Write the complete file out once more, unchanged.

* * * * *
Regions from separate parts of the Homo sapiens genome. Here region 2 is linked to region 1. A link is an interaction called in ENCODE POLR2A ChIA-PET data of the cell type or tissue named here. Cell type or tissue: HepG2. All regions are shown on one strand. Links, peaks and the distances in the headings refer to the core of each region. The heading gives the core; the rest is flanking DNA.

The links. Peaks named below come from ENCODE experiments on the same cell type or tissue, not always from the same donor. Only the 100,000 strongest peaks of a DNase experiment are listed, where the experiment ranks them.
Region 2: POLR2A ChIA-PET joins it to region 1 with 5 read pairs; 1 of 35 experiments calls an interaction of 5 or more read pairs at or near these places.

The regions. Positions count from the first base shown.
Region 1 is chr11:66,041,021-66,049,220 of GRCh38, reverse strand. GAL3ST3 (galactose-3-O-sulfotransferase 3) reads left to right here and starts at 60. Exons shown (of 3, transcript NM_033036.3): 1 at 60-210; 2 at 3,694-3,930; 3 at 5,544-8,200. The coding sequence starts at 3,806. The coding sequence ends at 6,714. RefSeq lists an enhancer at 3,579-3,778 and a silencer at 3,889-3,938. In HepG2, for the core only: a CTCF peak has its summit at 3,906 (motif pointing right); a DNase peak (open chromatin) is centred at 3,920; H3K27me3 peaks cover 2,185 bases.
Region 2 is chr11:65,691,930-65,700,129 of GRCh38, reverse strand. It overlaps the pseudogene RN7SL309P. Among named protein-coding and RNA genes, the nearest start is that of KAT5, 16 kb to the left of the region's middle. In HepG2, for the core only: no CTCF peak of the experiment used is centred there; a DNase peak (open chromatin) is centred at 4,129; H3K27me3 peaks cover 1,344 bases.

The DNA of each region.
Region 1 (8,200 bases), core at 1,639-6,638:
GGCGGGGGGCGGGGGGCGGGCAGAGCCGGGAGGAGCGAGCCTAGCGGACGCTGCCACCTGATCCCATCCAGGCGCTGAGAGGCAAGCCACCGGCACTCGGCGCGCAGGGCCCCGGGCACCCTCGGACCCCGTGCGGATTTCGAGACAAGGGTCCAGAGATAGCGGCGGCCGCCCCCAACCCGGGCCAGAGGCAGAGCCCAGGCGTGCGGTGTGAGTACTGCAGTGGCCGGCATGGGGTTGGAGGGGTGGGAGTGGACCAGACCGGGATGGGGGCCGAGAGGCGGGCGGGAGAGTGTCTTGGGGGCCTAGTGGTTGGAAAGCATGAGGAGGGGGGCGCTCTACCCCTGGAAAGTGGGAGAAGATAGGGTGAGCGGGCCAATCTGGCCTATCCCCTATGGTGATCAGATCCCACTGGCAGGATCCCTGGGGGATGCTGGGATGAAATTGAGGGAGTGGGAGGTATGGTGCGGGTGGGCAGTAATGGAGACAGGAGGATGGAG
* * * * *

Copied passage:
Regions from separate parts of the Homo sapiens genome. Here region 2 is linked to region 1. A link is an interaction called in ENCODE POLR2A ChIA-PET data of the cell type or tissue named here. Cell type or tissue: HepG2. All regions are shown on one strand. Links, peaks and the distances in the headings refer to the core of each region. The heading gives the core; the rest is flanking DNA.

The links. Peaks named below come from ENCODE experiments on the same cell type or tissue, not always from the same donor. Only the 100,000 strongest peaks of a DNase experiment are listed, where the experiment ranks them.
Region 2: POLR2A ChIA-PET joins it to region 1 with 5 read pairs; 1 of 35 experiments calls an interaction of 5 or more read pairs at or near these places.

The regions. Positions count from the first base shown.
Region 1 is chr11:66,041,021-66,049,220 of GRCh38, reverse strand. GAL3ST3 (galactose-3-O-sulfotransferase 3) reads left to right here and starts at 60. Exons shown (of 3, transcript NM_033036.3): 1 at 60-210; 2 at 3,694-3,930; 3 at 5,544-8,200. The coding sequence starts at 3,806. The coding sequence ends at 6,714. RefSeq lists an enhancer at 3,579-3,778 and a silencer at 3,889-3,938. In HepG2, for the core only: a CTCF peak has its summit at 3,906 (motif pointing right); a DNase peak (open chromatin) is centred at 3,920; H3K27me3 peaks cover 2,185 bases.
Region 2 is chr11:65,691,930-65,700,129 of GRCh38, reverse strand. It overlaps the pseudogene RN7SL309P. Among named protein-coding and RNA genes, the nearest start is that of KAT5, 16 kb to the left of the region's middle. In HepG2, for the core only: no CTCF peak of the experiment used is centred there; a DNase peak (open chromatin) is centred at 4,129; H3K27me3 peaks cover 1,344 bases.

The DNA of each region.
Region 1 (8,200 bases), core at 1,639-6,638:
GGCGGGGGGCGGGGGGCGGGCAGAGCCGGGAGGAGCGAGCCTAGCGGACGCTGCCACCTGATCCCATCCAGGCGCTGAGAGGCAAGCCACCGGCACTCGGCGCGCAGGGCCCCGGGCACCCTCGGACCCCGTGCGGATTTCGAGACAAGGGTCCAGAGATAGCGGCGGCCGCCCCCAACCCGGGCCAGAGGCAGAGCCCAGGCGTGCGGTGTGAGTACTGCAGTGGCCGGCATGGGGTTGGAGGGGTGGGAGTGGACCAGACCGGGATGGGGGCCGAGAGGCGGGCGGGAGAGTGTCTTGGGGGCCTAGTGGTTGGAAAGCATGAGGAGGGGGGCGCTCTACCCCTGGAAAGTGGGAGAAGATAGGGTGAGCGGGCCAATCTGGCCTATCCCCTATGGTGATCAGATCCCACTGGCAGGATCCCTGGGGGATGCTGGGATGAAATTGAGGGAGTGGGAGGTATGGTGCGGGTGGGCAGTAATGGAGACAGGAGGATGGAG